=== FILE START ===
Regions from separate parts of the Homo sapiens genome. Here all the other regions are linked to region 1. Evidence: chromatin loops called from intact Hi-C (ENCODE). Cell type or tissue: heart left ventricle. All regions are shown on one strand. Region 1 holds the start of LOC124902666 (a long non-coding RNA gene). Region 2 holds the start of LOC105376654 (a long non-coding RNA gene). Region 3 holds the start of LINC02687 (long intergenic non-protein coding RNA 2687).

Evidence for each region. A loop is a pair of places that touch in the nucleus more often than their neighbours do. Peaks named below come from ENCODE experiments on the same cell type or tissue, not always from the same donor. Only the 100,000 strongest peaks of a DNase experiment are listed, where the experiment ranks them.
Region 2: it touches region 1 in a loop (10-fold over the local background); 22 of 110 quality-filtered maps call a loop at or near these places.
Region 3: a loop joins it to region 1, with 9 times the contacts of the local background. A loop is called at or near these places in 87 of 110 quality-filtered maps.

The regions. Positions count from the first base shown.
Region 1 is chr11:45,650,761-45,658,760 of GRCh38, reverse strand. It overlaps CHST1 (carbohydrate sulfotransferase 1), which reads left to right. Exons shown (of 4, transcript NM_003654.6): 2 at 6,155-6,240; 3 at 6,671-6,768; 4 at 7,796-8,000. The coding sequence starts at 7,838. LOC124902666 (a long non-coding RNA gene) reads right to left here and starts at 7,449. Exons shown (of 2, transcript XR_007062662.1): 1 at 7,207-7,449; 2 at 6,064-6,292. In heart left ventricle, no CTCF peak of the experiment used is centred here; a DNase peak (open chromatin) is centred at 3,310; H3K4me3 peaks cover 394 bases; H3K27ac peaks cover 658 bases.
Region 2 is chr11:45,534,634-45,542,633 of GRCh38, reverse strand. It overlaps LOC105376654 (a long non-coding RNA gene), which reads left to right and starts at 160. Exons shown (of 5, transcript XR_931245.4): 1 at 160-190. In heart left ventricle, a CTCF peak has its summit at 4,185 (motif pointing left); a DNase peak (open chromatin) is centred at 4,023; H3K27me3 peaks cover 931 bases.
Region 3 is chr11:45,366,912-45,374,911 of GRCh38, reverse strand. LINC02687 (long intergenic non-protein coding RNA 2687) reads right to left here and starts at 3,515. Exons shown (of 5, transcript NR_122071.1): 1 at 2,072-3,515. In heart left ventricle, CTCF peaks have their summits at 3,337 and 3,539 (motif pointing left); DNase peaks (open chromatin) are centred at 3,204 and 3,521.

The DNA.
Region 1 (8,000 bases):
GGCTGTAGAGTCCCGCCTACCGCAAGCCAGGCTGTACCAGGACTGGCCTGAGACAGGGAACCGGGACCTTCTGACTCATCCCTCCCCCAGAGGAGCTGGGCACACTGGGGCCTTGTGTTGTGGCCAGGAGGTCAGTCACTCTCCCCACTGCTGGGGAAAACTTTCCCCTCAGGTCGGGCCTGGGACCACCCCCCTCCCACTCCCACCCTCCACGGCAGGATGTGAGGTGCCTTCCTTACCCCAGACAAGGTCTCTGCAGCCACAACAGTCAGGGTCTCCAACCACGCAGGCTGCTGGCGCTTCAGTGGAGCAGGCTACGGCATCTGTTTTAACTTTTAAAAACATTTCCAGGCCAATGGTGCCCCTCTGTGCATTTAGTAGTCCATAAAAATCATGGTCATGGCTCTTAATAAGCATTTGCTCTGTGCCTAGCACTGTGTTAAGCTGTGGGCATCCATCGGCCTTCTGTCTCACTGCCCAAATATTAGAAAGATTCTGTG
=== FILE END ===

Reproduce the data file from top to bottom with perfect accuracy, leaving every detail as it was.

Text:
Regions from separate parts of the Homo sapiens genome. Here all the other regions are linked to region 1. Evidence: chromatin loops called from intact Hi-C (ENCODE). Cell type or tissue: heart left ventricle. All regions are shown on one strand. Region 1 holds the start of LOC124902666 (a long non-coding RNA gene). Region 2 holds the start of LOC105376654 (a long non-coding RNA gene). Region 3 holds the start of LINC02687 (long intergenic non-protein coding RNA 2687).

Evidence for each region. A loop is a pair of places that touch in the nucleus more often than their neighbours do. Peaks named below come from ENCODE experiments on the same cell type or tissue, not always from the same donor. Only the 100,000 strongest peaks of a DNase experiment are listed, where the experiment ranks them.
Region 2: it touches region 1 in a loop (10-fold over the local background); 22 of 110 quality-filtered maps call a loop at or near these places.
Region 3: a loop joins it to region 1, with 9 times the contacts of the local background. A loop is called at or near these places in 87 of 110 quality-filtered maps.

The regions. Positions count from the first base shown.
Region 1 is chr11:45,650,761-45,658,760 of GRCh38, reverse strand. It overlaps CHST1 (carbohydrate sulfotransferase 1), which reads left to right. Exons shown (of 4, transcript NM_003654.6): 2 at 6,155-6,240; 3 at 6,671-6,768; 4 at 7,796-8,000. The coding sequence starts at 7,838. LOC124902666 (a long non-coding RNA gene) reads right to left here and starts at 7,449. Exons shown (of 2, transcript XR_007062662.1): 1 at 7,207-7,449; 2 at 6,064-6,292. In heart left ventricle, no CTCF peak of the experiment used is centred here; a DNase peak (open chromatin) is centred at 3,310; H3K4me3 peaks cover 394 bases; H3K27ac peaks cover 658 bases.
Region 2 is chr11:45,534,634-45,542,633 of GRCh38, reverse strand. It overlaps LOC105376654 (a long non-coding RNA gene), which reads left to right and starts at 160. Exons shown (of 5, transcript XR_931245.4): 1 at 160-190. In heart left ventricle, a CTCF peak has its summit at 4,185 (motif pointing left); a DNase peak (open chromatin) is centred at 4,023; H3K27me3 peaks cover 931 bases.
Region 3 is chr11:45,366,912-45,374,911 of GRCh38, reverse strand. LINC02687 (long intergenic non-protein coding RNA 2687) reads right to left here and starts at 3,515. Exons shown (of 5, transcript NR_122071.1): 1 at 2,072-3,515. In heart left ventricle, CTCF peaks have their summits at 3,337 and 3,539 (motif pointing left); DNase peaks (open chromatin) are centred at 3,204 and 3,521.

The DNA.
Region 1 (8,000 bases):
GGCTGTAGAGTCCCGCCTACCGCAAGCCAGGCTGTACCAGGACTGGCCTGAGACAGGGAACCGGGACCTTCTGACTCATCCCTCCCCCAGAGGAGCTGGGCACACTGGGGCCTTGTGTTGTGGCCAGGAGGTCAGTCACTCTCCCCACTGCTGGGGAAAACTTTCCCCTCAGGTCGGGCCTGGGACCACCCCCCTCCCACTCCCACCCTCCACGGCAGGATGTGAGGTGCCTTCCTTACCCCAGACAAGGTCTCTGCAGCCACAACAGTCAGGGTCTCCAACCACGCAGGCTGCTGGCGCTTCAGTGGAGCAGGCTACGGCATCTGTTTTAACTTTTAAAAACATTTCCAGGCCAATGGTGCCCCTCTGTGCATTTAGTAGTCCATAAAAATCATGGTCATGGCTCTTAATAAGCATTTGCTCTGTGCCTAGCACTGTGTTAAGCTGTGGGCATCCATCGGCCTTCTGTCTCACTGCCCAAATATTAGAAAGATTCTGTG